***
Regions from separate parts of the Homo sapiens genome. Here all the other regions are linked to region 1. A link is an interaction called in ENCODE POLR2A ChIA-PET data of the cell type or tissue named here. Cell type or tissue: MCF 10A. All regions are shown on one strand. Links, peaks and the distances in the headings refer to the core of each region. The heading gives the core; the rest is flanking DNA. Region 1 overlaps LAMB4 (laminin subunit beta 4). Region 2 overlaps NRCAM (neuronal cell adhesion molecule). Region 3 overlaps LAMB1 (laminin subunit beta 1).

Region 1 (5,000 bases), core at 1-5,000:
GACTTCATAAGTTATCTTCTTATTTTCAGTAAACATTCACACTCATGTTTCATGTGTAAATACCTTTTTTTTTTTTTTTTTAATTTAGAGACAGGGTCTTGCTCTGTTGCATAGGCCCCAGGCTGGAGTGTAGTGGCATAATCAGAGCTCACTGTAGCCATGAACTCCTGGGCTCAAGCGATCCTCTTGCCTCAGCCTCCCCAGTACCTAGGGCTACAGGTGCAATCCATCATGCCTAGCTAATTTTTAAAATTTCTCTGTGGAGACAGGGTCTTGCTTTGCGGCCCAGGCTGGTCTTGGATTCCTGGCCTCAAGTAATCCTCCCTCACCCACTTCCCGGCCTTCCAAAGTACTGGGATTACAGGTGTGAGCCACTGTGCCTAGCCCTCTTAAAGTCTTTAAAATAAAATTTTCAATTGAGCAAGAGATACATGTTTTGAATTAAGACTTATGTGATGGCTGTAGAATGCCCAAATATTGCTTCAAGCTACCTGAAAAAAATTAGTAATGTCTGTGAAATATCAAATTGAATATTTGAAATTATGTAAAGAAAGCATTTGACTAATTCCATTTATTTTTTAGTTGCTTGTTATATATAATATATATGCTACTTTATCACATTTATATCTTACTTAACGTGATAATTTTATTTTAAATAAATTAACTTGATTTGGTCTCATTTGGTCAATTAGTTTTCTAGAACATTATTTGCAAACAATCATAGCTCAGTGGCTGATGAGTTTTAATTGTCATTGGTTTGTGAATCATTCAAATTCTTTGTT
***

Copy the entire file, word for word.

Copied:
Regions from separate parts of the Homo sapiens genome. Here all the other regions are linked to region 1. A link is an interaction called in ENCODE POLR2A ChIA-PET data of the cell type or tissue named here. Cell type or tissue: MCF 10A. All regions are shown on one strand. Links, peaks and the distances in the headings refer to the core of each region. The heading gives the core; the rest is flanking DNA. Region 1 overlaps LAMB4 (laminin subunit beta 4). Region 2 overlaps NRCAM (neuronal cell adhesion molecule). Region 3 overlaps LAMB1 (laminin subunit beta 1).

Region 1 (5,000 bases), core at 1-5,000:
GACTTCATAAGTTATCTTCTTATTTTCAGTAAACATTCACACTCATGTTTCATGTGTAAATACCTTTTTTTTTTTTTTTTTAATTTAGAGACAGGGTCTTGCTCTGTTGCATAGGCCCCAGGCTGGAGTGTAGTGGCATAATCAGAGCTCACTGTAGCCATGAACTCCTGGGCTCAAGCGATCCTCTTGCCTCAGCCTCCCCAGTACCTAGGGCTACAGGTGCAATCCATCATGCCTAGCTAATTTTTAAAATTTCTCTGTGGAGACAGGGTCTTGCTTTGCGGCCCAGGCTGGTCTTGGATTCCTGGCCTCAAGTAATCCTCCCTCACCCACTTCCCGGCCTTCCAAAGTACTGGGATTACAGGTGTGAGCCACTGTGCCTAGCCCTCTTAAAGTCTTTAAAATAAAATTTTCAATTGAGCAAGAGATACATGTTTTGAATTAAGACTTATGTGATGGCTGTAGAATGCCCAAATATTGCTTCAAGCTACCTGAAAAAAATTAGTAATGTCTGTGAAATATCAAATTGAATATTTGAAATTATGTAAAGAAAGCATTTGACTAATTCCATTTATTTTTTAGTTGCTTGTTATATATAATATATATGCTACTTTATCACATTTATATCTTACTTAACGTGATAATTTTATTTTAAATAAATTAACTTGATTTGGTCTCATTTGGTCAATTAGTTTTCTAGAACATTATTTGCAAACAATCATAGCTCAGTGGCTGATGAGTTTTAATTGTCATTGGTTTGTGAATCATTCAAATTCTTTGTT